Monday, September 28, 2009

Round of Applause!

AS I am traveling abroad getting to my ultimate destination, words are short...

I had a GREAT night in New York attending the 150th Anniversary of The Artists' Fellowship at The National Arts Club, honoring Everett Raymond Kinstler, N.A.. I was thrilled to be among 150 small painting panels up for auction to raise money for The AF. Some GREAT artistic company to be in!

I even got to stay at The National Arts Club for the first time ever. A treat to really be able to look at the artwork on the walls there late at night in my pyjamas. Sshhhh...

But most of all in my brief post, I have to say don't miss this link. The day before the above event, a special event happened in the portrait world ...see coverage of Everett Raymond Kinstler's incredible portrait of baseball legend Tommy Lasorda being unveiled into the Smithsonian Institute!!! I had a tear in my eye.

Tuesday, September 22, 2009

Less green

This was probably my favorite study from the trip. I did it right after the previous posted image turning my Guerilla pochade box, and my heels, 180 degrees away from the water view to look back in to the forrest.

I know I need to get more air in my darks, and this quick study is living proof of that, but I still like it. I really wanted to catch that dappled light falling on the ground. But I did the best I could before my need for caffeine became stronger. It was an early start afterall.

The fun of quick studies...they capture a moment and teach you a lot.

Sunday, September 20, 2009

More green...

Another study...this one done at water's edge, early morning, a balancing act, interrupted by a police officer who had climbed down a steep hill through quite dense forrest to check we had our painting permit. About one hour...

Saturday, September 19, 2009

Going green?

I have been painting quite a bit of green recently. Over the next couple of days I will post a few landscape 'quick study' sketches from my recent trip back east to do nothing but paint green in the most delightful landscpe spots. Most were done in an hour or so, sometimes four a day just to catch the feel of the scene.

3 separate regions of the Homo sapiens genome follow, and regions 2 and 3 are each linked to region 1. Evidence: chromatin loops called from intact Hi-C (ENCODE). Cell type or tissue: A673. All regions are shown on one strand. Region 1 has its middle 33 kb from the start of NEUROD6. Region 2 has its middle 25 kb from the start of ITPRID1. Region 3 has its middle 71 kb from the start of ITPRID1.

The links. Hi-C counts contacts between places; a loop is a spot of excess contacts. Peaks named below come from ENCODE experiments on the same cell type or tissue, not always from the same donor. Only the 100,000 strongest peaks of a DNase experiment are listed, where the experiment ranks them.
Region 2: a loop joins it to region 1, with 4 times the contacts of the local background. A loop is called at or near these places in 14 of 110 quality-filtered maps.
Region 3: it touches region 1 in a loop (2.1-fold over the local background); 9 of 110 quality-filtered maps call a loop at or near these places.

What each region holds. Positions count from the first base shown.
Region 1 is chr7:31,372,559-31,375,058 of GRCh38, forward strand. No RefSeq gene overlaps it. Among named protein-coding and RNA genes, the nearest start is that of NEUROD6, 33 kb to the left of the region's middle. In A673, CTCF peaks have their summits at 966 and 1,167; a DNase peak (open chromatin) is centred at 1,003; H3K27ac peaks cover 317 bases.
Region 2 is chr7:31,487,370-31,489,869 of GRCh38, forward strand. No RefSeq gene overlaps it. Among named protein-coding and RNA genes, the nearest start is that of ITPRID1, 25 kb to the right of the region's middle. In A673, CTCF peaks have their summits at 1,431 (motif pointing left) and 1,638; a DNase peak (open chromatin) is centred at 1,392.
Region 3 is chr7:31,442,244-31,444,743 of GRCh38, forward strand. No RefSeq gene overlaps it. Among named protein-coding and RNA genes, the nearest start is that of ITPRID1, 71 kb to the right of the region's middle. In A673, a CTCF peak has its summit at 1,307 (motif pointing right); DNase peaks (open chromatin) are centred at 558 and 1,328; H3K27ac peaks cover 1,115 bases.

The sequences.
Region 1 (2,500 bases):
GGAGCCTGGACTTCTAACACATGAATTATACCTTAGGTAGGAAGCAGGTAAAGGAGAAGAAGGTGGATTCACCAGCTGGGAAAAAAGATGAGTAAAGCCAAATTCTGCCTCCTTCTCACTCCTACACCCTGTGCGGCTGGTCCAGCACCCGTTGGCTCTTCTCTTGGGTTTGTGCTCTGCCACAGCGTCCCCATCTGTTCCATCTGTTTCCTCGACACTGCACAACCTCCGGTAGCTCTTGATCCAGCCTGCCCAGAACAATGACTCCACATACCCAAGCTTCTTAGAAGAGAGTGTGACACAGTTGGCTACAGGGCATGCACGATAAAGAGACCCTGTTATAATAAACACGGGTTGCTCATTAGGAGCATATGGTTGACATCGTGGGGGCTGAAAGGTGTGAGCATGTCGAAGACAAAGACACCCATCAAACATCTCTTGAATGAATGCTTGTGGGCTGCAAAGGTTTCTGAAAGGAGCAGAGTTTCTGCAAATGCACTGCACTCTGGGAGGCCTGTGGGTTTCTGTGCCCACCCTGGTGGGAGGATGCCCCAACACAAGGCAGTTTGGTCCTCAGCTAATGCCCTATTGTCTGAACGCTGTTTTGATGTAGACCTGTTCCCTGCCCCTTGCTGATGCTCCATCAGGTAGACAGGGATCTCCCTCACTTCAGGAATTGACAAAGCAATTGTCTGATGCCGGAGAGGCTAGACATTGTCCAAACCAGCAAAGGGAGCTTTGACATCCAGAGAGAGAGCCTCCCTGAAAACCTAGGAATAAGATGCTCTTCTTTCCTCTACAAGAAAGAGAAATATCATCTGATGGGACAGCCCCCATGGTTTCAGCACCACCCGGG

I had a blast even though I don't really like to paint green and often joke "I don't do green!"

Here are some  random things I think about green:

. I don't like tubed greens preferring  to mix from UM Blue and Cad Yellow. White cools it nicely.  I also admire artists who do green well from bright to muted. Everett Raymond Kinstler,, Dawn  Whitelaw,,  Ovanes Berberian and Jeremy Lipking,,  come to mind. 

. I don't like to wear green. I have a red undertone to my skin and it doesn't act like a compliment at all. It makes me feel Sappy Green all day if I do. Only red-heads look good in green it seems to me. And even that can be touch and glow.

. I hate it when my highlights go a funny shade of green in swimming pools from chlorine.

. I need more green $$$ always. Chromium Oxide Green must be the one they used on banknotes?

. I like green food  particularly seaweed wrapped around fish. Terre vert? But I also like yellow too (french fries). If I was famous, I would hire a green food chef. This I am totally serious about.

. I like green tea a lot but nothing beats english brand PG TIPS. If you are a tea fan and haven't tried it you should.

.  I have just gone more green...just did the car "clunker' deal buying a more fuel efficient car. It was hard saying goodbye to my gas guzzling Mercedes. We were old friends. We had guzzled a lot together.  I took a little piece of the car and will now have it made into a necklace from the $$$ I save on gas.
I also now worry about too many plastic bags in the world (long before Oprah talked about it), Subway chain restaurants that don't recycle a darn thing make me crazy as much as I love their sarnies. I also now carry my own plastic fork to re-use at lunch. I am learning a lot from my environmentalist daughter. 

. I like a dried green ground to work on for my portrait sketches, mid-toned, as it sets off the pinks in the skin nicely. As hard as I try to move away from it,,,I find myself returning. It makes a lot of sense why the old guys used that Verdacchio technique in portraiture with the green and white under painting. However, in landscapes I prefer a warm ground of burnt sienna.

. I like it when portrait deliveries get a fast green (teary-eyed) light...that is one of the best feelings. I also like it when I get green lights on the freeway entrances.

. Green leaves seem to be very hard for students to paint. And me. As hard as the actual flower itself. Someone once said your still life  painitng will be judged by the quality of your leaves and I agree. I look for that now in my own work and others. Trying to take more time on them.

. I don't like it when I get 'green eyes' toward others work or see it in others eyes/words toward mine.  I think the art world is competitive and it is easy to get green sometimes. I have to watch myself on this front and think more red,,,as in painting from the heart.

So this brings me back to my quick little studies. They are far from perfect but they were painted from the heart with my painting pal. And we had the best time! Red all the way painting that green.

Friday, September 18, 2009

A Big Yawn?

Now this is a must watch around the previous two timely I was it seems.

See how far-reaching the world of social media is...